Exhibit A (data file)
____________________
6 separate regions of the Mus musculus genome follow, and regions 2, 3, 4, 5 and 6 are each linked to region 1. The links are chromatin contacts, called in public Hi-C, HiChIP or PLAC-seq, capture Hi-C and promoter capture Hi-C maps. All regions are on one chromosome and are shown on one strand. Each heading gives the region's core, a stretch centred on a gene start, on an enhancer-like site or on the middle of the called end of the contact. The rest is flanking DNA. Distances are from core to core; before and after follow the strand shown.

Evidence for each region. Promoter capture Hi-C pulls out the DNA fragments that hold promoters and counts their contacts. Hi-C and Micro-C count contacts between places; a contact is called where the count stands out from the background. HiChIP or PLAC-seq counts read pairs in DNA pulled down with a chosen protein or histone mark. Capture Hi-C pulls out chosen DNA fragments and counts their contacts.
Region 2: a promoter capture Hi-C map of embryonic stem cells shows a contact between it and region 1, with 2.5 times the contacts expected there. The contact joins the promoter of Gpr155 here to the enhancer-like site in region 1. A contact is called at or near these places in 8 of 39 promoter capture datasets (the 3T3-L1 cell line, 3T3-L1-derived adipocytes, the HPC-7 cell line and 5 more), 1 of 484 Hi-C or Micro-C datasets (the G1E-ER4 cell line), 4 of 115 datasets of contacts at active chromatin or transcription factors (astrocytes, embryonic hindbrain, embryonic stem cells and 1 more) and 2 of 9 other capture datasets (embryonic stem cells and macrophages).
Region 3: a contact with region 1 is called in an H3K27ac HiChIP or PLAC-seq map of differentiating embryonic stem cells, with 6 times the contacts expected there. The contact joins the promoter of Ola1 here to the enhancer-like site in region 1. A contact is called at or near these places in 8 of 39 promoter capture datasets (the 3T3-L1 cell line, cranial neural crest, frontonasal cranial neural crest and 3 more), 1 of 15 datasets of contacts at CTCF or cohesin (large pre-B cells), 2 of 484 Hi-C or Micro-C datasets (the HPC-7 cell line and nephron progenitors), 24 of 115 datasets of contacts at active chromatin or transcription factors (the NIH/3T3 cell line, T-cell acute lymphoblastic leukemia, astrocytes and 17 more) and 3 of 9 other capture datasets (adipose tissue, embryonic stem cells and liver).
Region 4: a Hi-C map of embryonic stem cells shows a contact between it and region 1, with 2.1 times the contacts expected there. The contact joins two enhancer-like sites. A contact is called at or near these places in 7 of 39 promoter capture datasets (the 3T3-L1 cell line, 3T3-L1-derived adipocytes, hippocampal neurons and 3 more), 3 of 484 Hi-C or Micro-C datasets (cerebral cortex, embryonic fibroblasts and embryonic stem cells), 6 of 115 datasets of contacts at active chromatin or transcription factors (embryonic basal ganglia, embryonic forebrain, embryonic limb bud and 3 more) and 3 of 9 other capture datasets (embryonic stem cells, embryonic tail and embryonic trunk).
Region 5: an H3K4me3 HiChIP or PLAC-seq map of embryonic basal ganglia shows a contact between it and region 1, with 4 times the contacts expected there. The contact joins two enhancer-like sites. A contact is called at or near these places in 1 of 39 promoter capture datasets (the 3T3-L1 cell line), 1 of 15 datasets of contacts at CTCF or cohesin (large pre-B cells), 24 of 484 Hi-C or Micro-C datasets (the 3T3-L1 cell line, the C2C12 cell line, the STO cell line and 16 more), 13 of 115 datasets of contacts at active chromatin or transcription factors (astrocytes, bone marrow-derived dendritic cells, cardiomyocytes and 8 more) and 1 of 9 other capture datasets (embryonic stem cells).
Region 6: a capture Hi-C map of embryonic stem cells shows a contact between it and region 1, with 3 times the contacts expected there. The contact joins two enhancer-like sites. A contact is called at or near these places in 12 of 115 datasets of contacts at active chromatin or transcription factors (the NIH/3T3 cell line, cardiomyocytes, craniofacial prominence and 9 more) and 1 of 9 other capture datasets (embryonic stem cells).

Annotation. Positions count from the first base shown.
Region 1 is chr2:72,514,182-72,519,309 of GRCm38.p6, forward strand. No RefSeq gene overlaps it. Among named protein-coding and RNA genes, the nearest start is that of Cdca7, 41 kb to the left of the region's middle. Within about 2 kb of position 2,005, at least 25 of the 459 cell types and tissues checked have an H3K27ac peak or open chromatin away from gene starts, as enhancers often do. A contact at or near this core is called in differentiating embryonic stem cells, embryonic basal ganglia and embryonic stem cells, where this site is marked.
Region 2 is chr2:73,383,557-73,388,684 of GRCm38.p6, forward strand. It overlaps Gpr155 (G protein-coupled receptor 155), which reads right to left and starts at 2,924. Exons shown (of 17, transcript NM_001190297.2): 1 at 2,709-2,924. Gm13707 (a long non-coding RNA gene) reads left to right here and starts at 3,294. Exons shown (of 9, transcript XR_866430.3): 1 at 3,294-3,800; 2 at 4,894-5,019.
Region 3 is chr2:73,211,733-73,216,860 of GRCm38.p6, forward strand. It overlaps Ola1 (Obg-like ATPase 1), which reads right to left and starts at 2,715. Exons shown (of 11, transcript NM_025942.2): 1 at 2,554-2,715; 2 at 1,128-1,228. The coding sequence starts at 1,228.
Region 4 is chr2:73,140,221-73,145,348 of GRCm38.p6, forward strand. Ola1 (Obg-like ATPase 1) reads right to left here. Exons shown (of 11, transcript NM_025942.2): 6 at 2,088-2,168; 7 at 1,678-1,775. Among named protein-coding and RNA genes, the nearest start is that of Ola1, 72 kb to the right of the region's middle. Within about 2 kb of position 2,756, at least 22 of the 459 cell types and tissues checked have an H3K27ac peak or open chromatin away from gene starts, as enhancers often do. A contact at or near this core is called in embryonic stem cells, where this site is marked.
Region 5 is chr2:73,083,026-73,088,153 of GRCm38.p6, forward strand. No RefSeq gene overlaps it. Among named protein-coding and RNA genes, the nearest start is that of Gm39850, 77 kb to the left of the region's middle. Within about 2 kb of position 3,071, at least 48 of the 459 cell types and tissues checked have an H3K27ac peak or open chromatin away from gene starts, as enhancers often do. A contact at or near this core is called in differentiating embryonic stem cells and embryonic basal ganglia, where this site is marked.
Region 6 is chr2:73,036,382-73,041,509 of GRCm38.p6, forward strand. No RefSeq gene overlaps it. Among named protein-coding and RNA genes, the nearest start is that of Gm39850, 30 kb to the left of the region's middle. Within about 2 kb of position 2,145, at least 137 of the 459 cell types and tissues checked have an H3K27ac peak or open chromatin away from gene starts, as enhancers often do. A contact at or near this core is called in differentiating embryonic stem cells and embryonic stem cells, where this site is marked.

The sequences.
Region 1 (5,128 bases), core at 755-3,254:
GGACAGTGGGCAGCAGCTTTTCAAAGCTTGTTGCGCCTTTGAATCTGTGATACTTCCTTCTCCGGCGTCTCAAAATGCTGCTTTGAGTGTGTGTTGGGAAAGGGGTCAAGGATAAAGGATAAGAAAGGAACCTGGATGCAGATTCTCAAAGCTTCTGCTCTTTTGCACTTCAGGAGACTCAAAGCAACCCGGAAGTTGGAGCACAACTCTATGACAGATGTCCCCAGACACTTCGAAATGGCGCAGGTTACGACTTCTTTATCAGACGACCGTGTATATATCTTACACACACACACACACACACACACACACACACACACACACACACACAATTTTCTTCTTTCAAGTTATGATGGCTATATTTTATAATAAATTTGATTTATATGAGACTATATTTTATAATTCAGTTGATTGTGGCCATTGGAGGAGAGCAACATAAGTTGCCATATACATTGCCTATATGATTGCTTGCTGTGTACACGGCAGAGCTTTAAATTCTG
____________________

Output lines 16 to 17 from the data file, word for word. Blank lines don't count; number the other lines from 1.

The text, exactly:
Region 1 (5,128 bases), core at 755-3,254:
GGACAGTGGGCAGCAGCTTTTCAAAGCTTGTTGCGCCTTTGAATCTGTGATACTTCCTTCTCCGGCGTCTCAAAATGCTGCTTTGAGTGTGTGTTGGGAAAGGGGTCAAGGATAAAGGATAAGAAAGGAACCTGGATGCAGATTCTCAAAGCTTCTGCTCTTTTGCACTTCAGGAGACTCAAAGCAACCCGGAAGTTGGAGCACAACTCTATGACAGATGTCCCCAGACACTTCGAAATGGCGCAGGTTACGACTTCTTTATCAGACGACCGTGTATATATCTTACACACACACACACACACACACACACACACACACACACACACACACAATTTTCTTCTTTCAAGTTATGATGGCTATATTTTATAATAAATTTGATTTATATGAGACTATATTTTATAATTCAGTTGATTGTGGCCATTGGAGGAGAGCAACATAAGTTGCCATATACATTGCCTATATGATTGCTTGCTGTGTACACGGCAGAGCTTTAAATTCTG